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Making Face Shields for Doctors, and Bettering Their Odds

April 14, 2020 — Math and computer science teacher David Warren is like most of us. He’s trying to do his job, take care of his family, and figure out a way to help people who are struggling more than he is as a result of COVID-19.

People like his brother, who is a family medicine physician in Wichita, Kansas, with a specialty in addiction medicine. Warren’s brother treats patients at a methadone clinic that, until recently, without a supply of protective face shields. Warren said, “His patients are one of the most vulnerable populations right now because they may have lost their jobs, their income, and they need to go to the clinic every day, even if they have COVID-19, or they could fall back into heroin.” 

Warren got worried about his brother, so he went online and found designs, approved by the National Institutes of Health, for do-it-yourself medical face shields. These devices are worn by health care workers to protect them from exhalations from infected patients; they have a visor-like piece of hard plastic that encircles the head, and a flexible piece of plastic that covers the face. Warren, who helps run NMH’s Science Club and Makerspace, knew he could make the headgear on his own 3D printer, attach transparency sheets or pieces of acetate as the face covering, and offer his brother and his brother’s colleagues a little protection. “Even if he has to give treatments to people in their cars, he can wear one of these shields and be close to them with the window down,” Warren said.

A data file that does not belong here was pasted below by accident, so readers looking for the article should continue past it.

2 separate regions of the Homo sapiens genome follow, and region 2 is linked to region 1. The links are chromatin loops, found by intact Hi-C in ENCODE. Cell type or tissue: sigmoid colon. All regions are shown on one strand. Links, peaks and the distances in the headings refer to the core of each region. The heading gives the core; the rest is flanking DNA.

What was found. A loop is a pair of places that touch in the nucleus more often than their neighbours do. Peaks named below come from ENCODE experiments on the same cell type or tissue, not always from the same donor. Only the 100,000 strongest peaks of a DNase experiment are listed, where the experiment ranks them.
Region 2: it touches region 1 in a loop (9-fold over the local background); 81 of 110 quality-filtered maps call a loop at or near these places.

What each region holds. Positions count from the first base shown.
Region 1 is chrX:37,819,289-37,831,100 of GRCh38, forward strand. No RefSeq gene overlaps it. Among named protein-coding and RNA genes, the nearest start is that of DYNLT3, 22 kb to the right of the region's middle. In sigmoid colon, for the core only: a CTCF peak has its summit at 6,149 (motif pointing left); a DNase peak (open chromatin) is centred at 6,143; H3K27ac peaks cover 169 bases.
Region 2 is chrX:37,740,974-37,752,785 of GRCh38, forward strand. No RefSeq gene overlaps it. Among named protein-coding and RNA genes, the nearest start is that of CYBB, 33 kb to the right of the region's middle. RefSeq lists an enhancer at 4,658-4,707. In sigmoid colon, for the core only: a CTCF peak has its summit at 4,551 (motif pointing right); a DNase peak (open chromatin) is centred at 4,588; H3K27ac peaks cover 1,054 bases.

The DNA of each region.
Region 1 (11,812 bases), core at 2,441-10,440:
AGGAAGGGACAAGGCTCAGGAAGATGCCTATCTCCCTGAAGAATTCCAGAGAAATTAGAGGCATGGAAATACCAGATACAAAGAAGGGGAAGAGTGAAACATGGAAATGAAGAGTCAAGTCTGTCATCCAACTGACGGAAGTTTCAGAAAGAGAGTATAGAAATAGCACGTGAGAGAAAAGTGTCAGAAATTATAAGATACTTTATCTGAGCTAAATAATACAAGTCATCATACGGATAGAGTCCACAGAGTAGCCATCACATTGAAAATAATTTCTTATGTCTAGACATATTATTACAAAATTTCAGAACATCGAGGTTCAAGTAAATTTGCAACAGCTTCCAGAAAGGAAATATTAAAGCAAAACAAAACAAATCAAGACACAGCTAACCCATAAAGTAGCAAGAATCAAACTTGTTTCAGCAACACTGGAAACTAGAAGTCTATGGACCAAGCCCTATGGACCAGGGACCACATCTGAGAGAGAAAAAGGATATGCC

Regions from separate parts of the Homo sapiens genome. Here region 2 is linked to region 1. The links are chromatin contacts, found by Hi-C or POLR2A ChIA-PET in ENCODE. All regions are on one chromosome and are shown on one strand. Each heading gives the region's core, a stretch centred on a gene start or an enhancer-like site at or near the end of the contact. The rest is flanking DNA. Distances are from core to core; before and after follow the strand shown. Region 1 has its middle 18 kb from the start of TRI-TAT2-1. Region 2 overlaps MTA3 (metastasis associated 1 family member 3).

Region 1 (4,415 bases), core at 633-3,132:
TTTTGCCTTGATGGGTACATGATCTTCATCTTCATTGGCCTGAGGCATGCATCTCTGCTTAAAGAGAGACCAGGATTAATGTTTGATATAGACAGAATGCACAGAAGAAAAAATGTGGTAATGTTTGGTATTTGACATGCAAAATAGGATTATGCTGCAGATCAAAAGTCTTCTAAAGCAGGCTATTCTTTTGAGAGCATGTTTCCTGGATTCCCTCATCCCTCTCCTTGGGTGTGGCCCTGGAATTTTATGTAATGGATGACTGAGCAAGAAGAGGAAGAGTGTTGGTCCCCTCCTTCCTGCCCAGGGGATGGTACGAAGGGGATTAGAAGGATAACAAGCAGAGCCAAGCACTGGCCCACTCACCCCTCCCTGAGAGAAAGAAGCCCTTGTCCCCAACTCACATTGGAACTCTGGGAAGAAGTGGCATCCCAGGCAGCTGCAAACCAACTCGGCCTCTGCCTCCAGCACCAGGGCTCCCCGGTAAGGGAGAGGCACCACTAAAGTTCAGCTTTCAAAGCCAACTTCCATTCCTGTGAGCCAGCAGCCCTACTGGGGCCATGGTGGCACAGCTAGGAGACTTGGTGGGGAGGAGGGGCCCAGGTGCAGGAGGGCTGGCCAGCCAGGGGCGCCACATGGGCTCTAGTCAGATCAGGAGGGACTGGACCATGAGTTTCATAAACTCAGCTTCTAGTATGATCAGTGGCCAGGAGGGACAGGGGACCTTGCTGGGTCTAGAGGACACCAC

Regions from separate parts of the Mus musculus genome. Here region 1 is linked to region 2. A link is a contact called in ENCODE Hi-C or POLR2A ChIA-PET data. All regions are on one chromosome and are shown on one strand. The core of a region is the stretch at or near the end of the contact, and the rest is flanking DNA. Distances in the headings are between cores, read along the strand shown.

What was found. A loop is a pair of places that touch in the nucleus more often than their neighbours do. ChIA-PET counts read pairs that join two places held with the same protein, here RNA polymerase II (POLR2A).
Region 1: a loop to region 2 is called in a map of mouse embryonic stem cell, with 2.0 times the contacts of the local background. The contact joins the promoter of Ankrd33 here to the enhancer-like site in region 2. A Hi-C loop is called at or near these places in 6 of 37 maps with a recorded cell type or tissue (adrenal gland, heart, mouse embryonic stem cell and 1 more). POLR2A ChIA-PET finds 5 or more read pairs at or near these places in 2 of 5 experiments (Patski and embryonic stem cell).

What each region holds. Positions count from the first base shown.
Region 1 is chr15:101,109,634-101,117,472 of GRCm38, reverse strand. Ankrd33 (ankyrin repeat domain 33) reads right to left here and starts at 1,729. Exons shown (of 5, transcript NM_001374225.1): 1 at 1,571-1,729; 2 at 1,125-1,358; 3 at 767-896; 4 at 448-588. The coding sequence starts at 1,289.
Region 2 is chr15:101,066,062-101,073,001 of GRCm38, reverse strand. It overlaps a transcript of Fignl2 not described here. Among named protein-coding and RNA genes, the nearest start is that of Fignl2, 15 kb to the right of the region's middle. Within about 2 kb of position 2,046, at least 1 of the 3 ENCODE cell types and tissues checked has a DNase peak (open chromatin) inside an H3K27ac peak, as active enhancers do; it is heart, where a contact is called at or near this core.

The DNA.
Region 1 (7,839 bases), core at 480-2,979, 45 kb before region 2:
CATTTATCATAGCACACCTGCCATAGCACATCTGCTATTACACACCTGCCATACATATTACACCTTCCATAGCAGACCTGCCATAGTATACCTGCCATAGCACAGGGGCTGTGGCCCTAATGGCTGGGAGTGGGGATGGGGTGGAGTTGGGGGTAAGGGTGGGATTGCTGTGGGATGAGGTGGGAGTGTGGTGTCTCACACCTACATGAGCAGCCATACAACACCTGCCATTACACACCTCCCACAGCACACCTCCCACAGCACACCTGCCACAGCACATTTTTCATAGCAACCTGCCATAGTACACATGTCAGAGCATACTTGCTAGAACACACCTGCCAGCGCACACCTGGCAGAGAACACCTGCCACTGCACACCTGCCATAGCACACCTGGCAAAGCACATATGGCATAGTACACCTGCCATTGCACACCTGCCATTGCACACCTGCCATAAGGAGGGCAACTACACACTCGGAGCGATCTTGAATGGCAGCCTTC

Warren put out a call to fellow NMH employees for transparency sheets and within hours had hundreds of donations. He fired up his 3D printer and made 50 reusable visors in a weekend, with each one taking about an hour to print and costing him roughly 90 cents. “This is simple stuff,” Warren said. “It’s kind of mind-boggling that this is one of the things that the United States doesn’t have enough of right now.” 

Warren shipped the face shields off to Kansas, where his brother was predicting the worst of the outbreak would hit in late April. Warren then turned his attention to making face shields for doctors closer to home at Baystate Franklin Medical Center in Greenfield, Massachusetts. Warren said, “If I can do some small thing with my 3D printer to try and make their odds a little better, why wouldn’t I?”